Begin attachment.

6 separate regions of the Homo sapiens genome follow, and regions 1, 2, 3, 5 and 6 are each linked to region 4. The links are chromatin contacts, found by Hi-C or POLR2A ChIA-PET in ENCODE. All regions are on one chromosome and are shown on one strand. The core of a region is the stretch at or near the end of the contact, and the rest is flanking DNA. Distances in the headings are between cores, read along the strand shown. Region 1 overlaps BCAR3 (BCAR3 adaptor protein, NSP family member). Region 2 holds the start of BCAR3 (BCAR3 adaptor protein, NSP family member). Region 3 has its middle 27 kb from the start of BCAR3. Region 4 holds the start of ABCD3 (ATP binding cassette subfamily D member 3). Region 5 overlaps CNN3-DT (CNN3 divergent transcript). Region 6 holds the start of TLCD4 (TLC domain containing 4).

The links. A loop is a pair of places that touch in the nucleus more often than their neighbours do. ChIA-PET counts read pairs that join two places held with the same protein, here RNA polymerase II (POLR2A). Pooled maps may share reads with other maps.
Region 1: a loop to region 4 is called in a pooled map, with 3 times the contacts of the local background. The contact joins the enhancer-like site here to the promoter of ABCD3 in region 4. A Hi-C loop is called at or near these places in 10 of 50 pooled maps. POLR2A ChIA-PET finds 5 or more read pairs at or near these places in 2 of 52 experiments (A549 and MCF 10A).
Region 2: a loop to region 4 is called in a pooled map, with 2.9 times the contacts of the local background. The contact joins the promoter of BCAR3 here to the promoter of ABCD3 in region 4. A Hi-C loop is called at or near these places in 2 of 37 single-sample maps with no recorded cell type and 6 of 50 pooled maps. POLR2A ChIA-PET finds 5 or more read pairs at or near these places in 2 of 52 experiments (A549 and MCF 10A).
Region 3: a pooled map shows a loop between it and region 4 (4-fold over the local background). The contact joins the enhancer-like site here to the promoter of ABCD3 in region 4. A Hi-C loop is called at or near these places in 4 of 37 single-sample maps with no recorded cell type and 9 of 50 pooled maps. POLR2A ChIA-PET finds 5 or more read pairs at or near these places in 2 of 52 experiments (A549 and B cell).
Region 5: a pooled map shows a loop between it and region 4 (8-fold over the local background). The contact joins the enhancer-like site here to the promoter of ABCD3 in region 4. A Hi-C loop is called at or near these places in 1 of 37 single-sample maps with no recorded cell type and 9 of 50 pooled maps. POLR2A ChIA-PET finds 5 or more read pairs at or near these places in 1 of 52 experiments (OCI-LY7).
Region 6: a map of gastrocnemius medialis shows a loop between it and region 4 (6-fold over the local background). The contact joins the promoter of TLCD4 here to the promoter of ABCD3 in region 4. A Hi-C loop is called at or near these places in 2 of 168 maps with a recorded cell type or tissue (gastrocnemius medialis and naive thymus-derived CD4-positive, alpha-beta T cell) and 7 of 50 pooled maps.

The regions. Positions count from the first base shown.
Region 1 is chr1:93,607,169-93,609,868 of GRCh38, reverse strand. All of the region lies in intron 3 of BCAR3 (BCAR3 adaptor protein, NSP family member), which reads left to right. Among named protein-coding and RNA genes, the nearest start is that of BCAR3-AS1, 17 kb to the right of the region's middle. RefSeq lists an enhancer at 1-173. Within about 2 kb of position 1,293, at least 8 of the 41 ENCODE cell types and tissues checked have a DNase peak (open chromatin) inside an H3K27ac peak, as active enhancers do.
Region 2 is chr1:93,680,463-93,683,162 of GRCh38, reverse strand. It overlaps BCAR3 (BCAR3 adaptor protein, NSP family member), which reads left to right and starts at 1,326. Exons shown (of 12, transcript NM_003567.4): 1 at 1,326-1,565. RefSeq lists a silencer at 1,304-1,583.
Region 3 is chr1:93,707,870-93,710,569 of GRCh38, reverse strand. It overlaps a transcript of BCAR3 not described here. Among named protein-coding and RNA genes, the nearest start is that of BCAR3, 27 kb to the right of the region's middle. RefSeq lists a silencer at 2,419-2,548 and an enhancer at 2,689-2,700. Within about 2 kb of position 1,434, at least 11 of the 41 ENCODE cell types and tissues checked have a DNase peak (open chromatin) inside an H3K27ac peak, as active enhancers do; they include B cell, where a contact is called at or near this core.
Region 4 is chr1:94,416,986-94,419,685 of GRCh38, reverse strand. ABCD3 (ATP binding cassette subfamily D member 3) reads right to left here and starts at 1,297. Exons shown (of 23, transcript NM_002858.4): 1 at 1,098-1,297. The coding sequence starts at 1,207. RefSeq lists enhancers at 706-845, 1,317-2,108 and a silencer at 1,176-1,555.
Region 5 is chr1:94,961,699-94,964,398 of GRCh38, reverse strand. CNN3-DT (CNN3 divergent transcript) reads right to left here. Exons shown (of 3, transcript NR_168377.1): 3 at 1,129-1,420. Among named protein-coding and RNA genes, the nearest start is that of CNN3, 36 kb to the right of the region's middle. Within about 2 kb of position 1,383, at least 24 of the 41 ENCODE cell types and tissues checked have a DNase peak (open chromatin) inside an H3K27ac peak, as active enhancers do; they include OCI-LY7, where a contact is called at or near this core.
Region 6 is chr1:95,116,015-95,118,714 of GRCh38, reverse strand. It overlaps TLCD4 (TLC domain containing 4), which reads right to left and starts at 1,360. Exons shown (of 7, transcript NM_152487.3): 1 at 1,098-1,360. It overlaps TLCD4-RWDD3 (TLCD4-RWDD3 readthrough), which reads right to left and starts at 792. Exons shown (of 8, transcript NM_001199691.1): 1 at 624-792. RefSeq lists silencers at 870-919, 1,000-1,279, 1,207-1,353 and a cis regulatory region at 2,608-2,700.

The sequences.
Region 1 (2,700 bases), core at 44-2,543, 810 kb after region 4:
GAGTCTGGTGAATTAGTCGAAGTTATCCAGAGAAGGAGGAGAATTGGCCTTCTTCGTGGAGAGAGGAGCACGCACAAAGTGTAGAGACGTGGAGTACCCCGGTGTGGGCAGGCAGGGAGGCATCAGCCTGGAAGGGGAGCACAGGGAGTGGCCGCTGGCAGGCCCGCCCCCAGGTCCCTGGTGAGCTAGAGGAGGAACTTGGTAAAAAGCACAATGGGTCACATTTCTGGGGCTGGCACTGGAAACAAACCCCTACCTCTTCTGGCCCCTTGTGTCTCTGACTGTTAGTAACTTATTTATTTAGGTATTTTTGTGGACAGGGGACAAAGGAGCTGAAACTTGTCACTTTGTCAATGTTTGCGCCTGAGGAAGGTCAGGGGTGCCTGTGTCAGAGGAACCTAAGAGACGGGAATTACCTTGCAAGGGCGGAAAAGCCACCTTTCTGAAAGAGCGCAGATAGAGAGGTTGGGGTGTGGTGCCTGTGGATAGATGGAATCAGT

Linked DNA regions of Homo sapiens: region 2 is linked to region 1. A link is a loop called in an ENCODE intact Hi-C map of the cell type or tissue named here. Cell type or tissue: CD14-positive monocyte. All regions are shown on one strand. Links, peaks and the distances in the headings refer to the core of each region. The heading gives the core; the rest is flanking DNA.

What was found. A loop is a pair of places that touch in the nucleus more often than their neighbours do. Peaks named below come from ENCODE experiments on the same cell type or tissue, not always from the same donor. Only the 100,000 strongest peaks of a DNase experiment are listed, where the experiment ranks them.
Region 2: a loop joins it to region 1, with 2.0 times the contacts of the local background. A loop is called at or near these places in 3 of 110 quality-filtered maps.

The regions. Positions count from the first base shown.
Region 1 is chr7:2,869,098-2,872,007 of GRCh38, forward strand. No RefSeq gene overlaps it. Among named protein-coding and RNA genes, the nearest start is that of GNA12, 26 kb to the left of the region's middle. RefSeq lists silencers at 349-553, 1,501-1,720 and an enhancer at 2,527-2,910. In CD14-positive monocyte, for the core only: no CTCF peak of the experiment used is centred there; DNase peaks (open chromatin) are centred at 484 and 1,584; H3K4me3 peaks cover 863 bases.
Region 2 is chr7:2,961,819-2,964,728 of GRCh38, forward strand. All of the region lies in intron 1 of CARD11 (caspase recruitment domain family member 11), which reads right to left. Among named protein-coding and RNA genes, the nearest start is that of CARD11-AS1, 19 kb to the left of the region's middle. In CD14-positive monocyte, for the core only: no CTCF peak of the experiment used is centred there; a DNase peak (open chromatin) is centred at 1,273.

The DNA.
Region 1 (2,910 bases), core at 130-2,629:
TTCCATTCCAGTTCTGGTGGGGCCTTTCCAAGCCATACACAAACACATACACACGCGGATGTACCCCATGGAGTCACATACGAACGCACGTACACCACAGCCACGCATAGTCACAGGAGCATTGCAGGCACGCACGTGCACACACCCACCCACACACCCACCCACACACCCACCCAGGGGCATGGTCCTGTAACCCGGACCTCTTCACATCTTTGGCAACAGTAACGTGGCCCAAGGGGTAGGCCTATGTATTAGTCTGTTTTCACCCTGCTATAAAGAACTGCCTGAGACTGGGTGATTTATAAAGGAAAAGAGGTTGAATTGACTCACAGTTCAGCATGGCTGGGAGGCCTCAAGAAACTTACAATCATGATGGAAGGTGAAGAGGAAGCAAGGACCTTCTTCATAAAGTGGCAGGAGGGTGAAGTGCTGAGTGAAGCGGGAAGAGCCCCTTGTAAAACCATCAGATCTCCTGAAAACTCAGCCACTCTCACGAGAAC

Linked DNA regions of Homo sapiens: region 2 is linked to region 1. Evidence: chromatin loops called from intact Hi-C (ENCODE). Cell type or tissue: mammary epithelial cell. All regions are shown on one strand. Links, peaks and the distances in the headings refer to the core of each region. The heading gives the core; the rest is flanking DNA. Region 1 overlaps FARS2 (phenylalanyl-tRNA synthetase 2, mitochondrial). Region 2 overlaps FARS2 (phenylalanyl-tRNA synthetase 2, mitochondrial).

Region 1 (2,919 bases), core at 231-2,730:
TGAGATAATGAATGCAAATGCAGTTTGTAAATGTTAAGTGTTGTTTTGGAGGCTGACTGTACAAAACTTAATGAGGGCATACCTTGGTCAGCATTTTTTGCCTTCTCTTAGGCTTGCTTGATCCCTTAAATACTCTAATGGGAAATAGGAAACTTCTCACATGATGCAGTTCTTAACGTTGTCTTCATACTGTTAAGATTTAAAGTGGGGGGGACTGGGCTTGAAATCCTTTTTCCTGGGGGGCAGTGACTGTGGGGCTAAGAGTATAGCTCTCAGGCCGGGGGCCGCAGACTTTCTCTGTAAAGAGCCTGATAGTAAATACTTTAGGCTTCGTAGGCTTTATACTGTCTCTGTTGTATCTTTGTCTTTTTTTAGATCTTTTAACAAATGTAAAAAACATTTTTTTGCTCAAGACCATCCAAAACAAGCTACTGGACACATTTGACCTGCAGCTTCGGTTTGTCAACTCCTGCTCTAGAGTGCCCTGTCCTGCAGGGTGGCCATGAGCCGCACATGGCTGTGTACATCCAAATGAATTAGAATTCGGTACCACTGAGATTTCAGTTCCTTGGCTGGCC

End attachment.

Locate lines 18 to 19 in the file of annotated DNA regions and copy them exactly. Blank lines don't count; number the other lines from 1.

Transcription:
Linked DNA regions of Homo sapiens: region 2 is linked to region 1. A link is a loop called in an ENCODE intact Hi-C map of the cell type or tissue named here. Cell type or tissue: CD14-positive monocyte. All regions are shown on one strand. Links, peaks and the distances in the headings refer to the core of each region. The heading gives the core; the rest is flanking DNA.

What was found. A loop is a pair of places that touch in the nucleus more often than their neighbours do. Peaks named below come from ENCODE experiments on the same cell type or tissue, not always from the same donor. Only the 100,000 strongest peaks of a DNase experiment are listed, where the experiment ranks them.